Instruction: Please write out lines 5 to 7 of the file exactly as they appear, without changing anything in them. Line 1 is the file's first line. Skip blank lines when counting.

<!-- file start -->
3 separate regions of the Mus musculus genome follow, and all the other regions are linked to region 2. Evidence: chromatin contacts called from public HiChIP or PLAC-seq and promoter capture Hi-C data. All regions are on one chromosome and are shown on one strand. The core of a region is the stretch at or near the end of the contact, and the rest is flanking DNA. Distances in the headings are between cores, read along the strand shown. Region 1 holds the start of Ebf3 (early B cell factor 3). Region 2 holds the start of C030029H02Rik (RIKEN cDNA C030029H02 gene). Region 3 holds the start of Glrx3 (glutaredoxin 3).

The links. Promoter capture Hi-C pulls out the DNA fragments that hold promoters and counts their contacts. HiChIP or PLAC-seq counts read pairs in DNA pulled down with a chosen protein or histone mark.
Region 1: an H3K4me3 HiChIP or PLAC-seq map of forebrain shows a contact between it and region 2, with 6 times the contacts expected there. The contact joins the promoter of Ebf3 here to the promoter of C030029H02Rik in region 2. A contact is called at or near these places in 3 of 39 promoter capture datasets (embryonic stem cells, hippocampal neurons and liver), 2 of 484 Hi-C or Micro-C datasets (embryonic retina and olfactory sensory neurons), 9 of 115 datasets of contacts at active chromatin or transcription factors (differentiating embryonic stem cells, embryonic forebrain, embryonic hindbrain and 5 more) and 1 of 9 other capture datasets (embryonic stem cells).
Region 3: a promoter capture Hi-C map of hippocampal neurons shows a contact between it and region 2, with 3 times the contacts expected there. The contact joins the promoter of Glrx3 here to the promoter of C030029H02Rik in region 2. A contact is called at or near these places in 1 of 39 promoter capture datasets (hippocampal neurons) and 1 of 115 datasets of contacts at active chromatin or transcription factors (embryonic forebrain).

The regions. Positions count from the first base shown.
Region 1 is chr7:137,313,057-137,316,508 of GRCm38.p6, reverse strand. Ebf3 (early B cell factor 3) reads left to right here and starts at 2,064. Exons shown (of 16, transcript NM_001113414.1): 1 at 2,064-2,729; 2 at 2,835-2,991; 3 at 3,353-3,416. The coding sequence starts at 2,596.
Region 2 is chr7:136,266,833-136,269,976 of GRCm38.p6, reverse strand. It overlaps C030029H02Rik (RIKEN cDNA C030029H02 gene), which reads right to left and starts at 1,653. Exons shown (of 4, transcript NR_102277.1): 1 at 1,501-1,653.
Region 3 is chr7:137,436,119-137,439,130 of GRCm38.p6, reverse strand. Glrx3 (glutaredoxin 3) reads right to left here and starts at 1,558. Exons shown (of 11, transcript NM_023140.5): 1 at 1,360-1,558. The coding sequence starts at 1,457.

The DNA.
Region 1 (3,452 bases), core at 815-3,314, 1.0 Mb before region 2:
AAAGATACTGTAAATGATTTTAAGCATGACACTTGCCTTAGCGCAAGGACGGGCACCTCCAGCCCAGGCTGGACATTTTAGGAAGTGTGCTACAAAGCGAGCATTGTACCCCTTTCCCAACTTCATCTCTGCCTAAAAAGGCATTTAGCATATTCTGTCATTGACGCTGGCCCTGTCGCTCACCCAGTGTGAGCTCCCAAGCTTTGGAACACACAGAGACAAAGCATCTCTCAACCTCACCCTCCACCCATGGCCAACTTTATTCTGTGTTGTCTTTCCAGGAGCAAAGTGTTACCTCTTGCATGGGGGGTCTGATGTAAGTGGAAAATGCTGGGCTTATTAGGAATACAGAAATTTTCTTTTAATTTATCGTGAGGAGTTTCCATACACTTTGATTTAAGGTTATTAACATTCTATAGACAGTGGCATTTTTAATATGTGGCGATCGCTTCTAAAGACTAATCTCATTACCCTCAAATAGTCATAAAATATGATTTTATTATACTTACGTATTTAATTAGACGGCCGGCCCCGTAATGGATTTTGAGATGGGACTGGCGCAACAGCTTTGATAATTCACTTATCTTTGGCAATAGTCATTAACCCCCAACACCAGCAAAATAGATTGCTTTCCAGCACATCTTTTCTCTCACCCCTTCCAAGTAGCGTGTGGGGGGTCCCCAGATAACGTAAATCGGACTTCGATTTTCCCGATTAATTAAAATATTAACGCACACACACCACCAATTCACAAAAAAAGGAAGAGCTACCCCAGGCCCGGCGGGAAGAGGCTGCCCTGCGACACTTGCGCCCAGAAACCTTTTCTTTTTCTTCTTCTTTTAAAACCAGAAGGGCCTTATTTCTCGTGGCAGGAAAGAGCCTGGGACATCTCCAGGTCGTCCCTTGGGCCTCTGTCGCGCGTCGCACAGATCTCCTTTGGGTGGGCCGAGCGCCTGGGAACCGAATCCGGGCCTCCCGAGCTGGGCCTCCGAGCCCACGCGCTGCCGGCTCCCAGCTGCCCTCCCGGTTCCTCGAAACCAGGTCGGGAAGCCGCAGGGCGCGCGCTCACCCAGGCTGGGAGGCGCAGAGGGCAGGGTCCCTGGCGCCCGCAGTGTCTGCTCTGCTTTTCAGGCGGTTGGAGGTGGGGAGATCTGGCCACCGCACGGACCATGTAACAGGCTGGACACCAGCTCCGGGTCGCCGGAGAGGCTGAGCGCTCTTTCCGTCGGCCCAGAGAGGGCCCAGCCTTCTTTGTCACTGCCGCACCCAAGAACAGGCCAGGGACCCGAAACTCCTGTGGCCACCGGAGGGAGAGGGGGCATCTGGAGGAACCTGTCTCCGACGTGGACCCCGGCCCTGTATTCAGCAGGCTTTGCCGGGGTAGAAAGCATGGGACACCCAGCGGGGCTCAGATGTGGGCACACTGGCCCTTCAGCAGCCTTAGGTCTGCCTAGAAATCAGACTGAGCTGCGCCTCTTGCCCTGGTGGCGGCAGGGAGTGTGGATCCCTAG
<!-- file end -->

The regions. Positions count from the first base shown.
Region 1 is chr7:137,313,057-137,316,508 of GRCm38.p6, reverse strand. Ebf3 (early B cell factor 3) reads left to right here and starts at 2,064. Exons shown (of 16, transcript NM_001113414.1): 1 at 2,064-2,729; 2 at 2,835-2,991; 3 at 3,353-3,416. The coding sequence starts at 2,596.
Region 2 is chr7:136,266,833-136,269,976 of GRCm38.p6, reverse strand. It overlaps C030029H02Rik (RIKEN cDNA C030029H02 gene), which reads right to left and starts at 1,653. Exons shown (of 4, transcript NR_102277.1): 1 at 1,501-1,653.